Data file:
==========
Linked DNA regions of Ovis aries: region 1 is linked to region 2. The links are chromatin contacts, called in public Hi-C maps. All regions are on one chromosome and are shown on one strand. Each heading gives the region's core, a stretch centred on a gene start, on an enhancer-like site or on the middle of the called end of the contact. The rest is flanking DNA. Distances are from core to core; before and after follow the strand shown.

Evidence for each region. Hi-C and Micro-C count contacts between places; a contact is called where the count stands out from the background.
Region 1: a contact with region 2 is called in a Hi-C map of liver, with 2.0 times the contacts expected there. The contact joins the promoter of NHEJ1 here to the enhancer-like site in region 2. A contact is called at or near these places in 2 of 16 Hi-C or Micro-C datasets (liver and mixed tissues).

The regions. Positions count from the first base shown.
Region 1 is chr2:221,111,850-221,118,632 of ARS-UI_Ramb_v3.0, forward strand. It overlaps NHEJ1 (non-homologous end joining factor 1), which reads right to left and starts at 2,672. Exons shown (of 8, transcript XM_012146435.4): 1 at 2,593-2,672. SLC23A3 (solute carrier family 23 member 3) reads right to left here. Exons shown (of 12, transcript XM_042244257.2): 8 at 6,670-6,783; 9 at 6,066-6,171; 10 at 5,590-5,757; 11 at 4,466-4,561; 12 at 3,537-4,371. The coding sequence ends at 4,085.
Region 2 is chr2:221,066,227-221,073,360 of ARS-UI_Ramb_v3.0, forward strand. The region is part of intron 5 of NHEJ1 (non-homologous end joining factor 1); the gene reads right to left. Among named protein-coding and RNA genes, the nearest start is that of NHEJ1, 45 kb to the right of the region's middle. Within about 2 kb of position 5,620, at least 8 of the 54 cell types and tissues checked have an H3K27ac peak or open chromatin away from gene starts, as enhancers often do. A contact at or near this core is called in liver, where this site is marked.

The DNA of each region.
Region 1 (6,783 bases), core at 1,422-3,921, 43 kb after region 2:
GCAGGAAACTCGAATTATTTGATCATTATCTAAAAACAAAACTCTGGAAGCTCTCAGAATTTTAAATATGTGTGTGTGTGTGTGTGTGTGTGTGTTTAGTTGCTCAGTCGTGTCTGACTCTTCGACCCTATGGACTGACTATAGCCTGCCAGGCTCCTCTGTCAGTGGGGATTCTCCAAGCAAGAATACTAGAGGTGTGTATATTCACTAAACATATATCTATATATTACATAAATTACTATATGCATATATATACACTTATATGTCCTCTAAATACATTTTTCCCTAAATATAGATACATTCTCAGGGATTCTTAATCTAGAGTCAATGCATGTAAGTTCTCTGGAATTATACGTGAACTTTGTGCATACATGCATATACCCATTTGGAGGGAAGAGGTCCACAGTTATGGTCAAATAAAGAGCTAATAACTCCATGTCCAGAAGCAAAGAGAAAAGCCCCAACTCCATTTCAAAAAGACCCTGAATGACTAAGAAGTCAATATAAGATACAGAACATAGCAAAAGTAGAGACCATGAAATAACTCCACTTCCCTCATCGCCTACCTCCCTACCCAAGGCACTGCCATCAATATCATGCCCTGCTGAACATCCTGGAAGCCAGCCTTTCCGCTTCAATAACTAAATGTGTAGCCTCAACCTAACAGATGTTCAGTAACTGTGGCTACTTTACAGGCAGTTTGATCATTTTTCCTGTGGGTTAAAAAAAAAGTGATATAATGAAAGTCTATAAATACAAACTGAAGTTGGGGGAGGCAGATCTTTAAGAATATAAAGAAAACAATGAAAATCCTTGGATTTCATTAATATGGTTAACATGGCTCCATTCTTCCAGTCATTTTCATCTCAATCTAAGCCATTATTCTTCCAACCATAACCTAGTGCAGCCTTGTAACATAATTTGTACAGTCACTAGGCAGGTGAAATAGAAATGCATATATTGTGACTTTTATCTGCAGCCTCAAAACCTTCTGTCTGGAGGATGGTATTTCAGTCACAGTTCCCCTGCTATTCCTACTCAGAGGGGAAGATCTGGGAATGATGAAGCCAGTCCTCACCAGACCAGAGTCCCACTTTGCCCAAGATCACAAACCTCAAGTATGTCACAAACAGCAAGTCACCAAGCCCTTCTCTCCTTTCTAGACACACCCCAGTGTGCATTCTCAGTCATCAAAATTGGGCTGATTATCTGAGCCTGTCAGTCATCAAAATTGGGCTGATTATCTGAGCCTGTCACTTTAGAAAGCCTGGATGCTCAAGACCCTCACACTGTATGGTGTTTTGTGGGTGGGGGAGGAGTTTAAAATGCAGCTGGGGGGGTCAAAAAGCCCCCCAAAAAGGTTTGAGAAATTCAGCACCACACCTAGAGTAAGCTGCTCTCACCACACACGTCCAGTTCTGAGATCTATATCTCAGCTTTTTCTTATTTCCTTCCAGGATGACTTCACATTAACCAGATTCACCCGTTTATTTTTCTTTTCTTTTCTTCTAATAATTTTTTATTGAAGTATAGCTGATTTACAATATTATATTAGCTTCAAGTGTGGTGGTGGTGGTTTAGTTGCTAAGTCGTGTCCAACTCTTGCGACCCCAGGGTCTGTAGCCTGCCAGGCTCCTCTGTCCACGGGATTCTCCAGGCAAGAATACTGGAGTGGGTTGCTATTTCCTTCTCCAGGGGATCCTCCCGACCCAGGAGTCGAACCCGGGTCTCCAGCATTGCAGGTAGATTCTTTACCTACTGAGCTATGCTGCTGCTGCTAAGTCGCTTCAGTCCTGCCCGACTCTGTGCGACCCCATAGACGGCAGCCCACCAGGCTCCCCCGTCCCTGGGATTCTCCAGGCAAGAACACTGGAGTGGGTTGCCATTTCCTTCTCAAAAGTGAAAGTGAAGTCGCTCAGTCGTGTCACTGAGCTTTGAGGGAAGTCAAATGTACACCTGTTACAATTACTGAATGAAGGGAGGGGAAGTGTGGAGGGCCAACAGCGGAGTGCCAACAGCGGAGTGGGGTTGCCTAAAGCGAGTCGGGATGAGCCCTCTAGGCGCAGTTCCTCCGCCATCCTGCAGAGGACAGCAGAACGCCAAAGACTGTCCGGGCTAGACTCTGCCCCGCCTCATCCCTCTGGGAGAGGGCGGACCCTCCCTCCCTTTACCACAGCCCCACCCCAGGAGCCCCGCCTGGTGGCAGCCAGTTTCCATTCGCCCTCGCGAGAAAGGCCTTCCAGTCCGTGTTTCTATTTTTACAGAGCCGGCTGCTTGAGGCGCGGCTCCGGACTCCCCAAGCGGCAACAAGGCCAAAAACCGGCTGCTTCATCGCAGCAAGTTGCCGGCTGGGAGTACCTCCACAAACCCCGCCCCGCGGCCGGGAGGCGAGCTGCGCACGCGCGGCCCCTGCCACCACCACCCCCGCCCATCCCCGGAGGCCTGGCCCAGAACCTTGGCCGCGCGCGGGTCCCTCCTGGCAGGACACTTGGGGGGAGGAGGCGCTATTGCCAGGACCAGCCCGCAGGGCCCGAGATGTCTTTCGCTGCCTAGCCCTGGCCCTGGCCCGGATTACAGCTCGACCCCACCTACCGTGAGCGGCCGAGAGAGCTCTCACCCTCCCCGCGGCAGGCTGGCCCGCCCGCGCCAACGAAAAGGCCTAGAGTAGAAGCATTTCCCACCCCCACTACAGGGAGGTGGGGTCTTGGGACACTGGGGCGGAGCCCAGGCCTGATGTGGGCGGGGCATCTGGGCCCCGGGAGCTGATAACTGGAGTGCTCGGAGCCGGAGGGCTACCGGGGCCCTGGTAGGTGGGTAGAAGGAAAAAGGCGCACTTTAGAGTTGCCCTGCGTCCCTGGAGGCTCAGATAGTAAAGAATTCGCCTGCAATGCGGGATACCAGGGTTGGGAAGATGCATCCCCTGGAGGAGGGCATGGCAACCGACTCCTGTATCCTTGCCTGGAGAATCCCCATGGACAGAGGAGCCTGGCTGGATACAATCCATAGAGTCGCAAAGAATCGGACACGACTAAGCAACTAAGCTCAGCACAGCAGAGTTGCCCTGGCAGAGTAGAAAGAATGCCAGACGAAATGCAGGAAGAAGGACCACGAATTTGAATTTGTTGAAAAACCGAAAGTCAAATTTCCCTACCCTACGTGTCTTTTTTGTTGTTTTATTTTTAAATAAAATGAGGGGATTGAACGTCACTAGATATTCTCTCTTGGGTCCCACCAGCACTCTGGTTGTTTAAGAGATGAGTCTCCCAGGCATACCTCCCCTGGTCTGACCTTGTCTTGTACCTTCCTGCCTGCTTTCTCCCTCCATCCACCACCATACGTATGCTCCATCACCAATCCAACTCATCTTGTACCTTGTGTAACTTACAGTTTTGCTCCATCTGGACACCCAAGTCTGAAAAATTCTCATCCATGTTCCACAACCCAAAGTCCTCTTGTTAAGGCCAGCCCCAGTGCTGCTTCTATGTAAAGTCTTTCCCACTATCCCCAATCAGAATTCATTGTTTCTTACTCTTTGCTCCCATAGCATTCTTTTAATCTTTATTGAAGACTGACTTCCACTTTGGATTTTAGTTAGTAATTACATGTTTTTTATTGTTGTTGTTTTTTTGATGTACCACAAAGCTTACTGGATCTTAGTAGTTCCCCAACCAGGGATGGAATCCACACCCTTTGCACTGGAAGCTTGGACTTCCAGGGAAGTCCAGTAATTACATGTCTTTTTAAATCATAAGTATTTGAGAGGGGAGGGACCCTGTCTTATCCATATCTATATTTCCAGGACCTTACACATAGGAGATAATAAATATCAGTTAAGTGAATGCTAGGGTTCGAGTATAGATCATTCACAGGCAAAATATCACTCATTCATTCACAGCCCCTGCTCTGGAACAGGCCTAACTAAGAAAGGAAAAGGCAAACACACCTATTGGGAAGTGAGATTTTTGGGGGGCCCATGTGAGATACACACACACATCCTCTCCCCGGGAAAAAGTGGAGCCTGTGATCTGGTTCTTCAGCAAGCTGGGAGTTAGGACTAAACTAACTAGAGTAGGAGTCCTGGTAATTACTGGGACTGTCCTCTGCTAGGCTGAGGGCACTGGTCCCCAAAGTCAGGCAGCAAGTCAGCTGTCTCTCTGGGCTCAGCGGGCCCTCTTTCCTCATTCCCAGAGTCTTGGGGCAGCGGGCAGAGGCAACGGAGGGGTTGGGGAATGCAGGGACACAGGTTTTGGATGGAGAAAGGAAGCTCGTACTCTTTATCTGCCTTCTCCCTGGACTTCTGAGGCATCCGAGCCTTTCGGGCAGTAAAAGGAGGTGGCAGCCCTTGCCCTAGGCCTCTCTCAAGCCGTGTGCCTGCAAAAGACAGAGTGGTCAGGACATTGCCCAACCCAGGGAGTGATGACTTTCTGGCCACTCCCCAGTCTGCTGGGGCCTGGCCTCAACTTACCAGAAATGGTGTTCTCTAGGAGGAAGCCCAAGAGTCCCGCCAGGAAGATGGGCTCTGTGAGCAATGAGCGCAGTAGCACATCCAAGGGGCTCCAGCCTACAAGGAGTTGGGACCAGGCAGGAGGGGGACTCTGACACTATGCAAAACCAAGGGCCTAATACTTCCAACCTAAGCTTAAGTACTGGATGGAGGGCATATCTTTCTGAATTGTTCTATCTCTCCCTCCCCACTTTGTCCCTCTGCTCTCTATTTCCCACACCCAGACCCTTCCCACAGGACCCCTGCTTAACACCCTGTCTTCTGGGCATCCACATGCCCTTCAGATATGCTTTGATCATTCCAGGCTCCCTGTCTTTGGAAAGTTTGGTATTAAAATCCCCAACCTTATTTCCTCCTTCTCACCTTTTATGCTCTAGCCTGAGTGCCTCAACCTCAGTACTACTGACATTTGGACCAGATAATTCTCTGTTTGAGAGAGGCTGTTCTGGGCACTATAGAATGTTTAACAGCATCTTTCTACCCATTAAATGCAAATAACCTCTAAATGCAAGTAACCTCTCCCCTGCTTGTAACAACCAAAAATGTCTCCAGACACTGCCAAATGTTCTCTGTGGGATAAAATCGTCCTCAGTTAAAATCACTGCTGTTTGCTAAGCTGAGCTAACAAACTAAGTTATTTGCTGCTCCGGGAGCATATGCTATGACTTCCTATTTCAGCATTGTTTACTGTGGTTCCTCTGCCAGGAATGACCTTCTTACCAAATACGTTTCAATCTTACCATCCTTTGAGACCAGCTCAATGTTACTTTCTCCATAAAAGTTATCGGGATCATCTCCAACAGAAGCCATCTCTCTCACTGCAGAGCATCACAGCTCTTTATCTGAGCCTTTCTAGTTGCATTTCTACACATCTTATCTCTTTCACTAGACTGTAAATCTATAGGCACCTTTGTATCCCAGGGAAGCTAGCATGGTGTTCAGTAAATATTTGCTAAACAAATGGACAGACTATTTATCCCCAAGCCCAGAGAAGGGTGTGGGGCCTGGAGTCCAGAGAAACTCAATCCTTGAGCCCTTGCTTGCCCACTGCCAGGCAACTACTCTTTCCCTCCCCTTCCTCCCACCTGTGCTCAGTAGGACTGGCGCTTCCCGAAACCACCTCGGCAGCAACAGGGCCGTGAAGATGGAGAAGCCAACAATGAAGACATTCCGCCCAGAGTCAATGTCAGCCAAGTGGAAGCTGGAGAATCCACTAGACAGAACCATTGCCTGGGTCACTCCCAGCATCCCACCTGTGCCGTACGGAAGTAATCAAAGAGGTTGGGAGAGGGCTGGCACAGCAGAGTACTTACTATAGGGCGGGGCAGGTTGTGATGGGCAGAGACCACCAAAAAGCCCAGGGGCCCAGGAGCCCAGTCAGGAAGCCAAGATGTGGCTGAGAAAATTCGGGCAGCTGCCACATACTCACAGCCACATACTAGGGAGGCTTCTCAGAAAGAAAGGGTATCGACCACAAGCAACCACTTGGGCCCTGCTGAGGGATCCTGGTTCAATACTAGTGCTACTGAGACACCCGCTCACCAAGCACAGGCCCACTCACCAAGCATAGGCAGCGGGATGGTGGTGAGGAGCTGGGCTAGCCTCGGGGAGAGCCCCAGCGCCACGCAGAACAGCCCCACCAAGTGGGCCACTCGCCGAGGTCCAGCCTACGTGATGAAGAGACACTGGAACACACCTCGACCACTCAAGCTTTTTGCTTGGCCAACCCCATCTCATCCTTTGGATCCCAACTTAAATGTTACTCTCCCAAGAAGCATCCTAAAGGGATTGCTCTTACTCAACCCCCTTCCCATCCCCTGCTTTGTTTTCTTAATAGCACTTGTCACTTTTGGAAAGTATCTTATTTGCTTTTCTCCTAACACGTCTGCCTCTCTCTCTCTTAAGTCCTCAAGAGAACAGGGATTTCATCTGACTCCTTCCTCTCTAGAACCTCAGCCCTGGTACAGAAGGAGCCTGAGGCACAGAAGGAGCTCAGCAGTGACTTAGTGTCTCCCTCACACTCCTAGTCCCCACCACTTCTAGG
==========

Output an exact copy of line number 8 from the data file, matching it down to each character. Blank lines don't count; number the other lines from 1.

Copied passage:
Region 1 (6,783 bases), core at 1,422-3,921, 43 kb after region 2: